U.S. Rep. John Conyers is waging a legal war in federal court over his right to run in the primary, challenging the constitutionality of a state election law that is keeping his name off the ballot. The law that’s got Conyers riled up is a statute that says if you want to gather signatures on a petition to get a candidate on a ballot, you must be registered to vote. Three Conyers supporters filed a lawsuit in U.S. District Court Monday, arguing that law is unconstitutional because it violates their political speech and political association rights. Conyers, who turns 85 on Friday, joined the lawsuit today, two days after Wayne County Clerk Cathy Garrett cited that law in announcing that the longtime congressman won’t appear on the Aug. 5 primary ballot after a majority of signatures turned in to certify him for a 26th term were invalidated. Garrett invalidated more than 700 signatures because five petition circulators were not properly registered to vote. Those signatures should have stayed put, argues Conyers, the second-longest serving member of Congress who has represented parts of metro Detroit since 1965.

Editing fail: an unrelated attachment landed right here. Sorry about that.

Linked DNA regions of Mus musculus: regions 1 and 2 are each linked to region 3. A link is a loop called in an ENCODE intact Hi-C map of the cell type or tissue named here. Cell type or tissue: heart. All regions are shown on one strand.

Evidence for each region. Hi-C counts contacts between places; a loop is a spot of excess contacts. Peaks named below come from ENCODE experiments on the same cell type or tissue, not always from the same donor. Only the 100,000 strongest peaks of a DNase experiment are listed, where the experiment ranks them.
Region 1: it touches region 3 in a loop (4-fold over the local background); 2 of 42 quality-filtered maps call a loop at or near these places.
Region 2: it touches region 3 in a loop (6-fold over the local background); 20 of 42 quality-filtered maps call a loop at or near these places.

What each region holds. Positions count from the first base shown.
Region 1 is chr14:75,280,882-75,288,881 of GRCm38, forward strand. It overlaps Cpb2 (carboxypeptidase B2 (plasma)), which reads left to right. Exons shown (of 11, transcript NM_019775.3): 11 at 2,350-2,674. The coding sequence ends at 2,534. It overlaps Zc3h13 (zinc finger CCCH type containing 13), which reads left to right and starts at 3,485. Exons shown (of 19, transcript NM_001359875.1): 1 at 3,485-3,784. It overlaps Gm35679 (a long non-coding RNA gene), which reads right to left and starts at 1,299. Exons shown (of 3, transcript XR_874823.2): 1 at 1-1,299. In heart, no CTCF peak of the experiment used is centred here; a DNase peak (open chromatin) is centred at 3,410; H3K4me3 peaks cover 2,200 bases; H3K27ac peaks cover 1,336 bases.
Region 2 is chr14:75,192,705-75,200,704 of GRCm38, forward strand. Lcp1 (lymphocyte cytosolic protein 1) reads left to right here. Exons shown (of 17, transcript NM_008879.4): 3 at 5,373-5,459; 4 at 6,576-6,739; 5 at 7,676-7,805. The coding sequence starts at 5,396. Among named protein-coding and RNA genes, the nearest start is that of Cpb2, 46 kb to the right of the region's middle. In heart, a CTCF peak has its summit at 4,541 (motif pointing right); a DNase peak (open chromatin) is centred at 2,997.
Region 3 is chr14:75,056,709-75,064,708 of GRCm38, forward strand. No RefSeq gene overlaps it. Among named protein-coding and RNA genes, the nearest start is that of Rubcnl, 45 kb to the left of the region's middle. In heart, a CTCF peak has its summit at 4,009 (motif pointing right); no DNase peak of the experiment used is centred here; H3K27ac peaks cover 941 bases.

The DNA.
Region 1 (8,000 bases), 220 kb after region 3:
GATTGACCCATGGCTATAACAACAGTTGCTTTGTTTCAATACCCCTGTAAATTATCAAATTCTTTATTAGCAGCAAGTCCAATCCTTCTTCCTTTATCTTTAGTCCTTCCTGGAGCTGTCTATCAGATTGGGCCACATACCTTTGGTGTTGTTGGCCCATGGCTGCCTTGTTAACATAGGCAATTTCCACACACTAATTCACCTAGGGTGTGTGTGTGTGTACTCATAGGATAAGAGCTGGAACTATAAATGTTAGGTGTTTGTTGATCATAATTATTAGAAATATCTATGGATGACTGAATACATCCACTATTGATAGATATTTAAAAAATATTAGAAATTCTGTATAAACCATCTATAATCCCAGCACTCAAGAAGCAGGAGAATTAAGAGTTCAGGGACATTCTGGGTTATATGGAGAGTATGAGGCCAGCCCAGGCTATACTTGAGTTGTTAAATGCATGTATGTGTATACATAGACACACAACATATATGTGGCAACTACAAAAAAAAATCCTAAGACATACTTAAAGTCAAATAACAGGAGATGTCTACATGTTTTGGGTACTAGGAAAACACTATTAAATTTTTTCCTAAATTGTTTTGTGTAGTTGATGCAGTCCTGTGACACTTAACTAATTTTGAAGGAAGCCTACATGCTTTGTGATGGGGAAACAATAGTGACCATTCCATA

“The United States Supreme Court … and courts across the country have struck down voter registration requirements for petition circulators because such requirements violate the First Amendment right to freedom of speech and freedom of political association,” the lawsuit stated.
According to the lawsuit, Conyers’ re-election campaign submitted 1,236 valid signatures of registered voters on nominating petitions for the August primary — 236 more than the 1,000 valid signatures needed. However, the clerk disqualified more than 700 signatures, bouncing him off the ballot.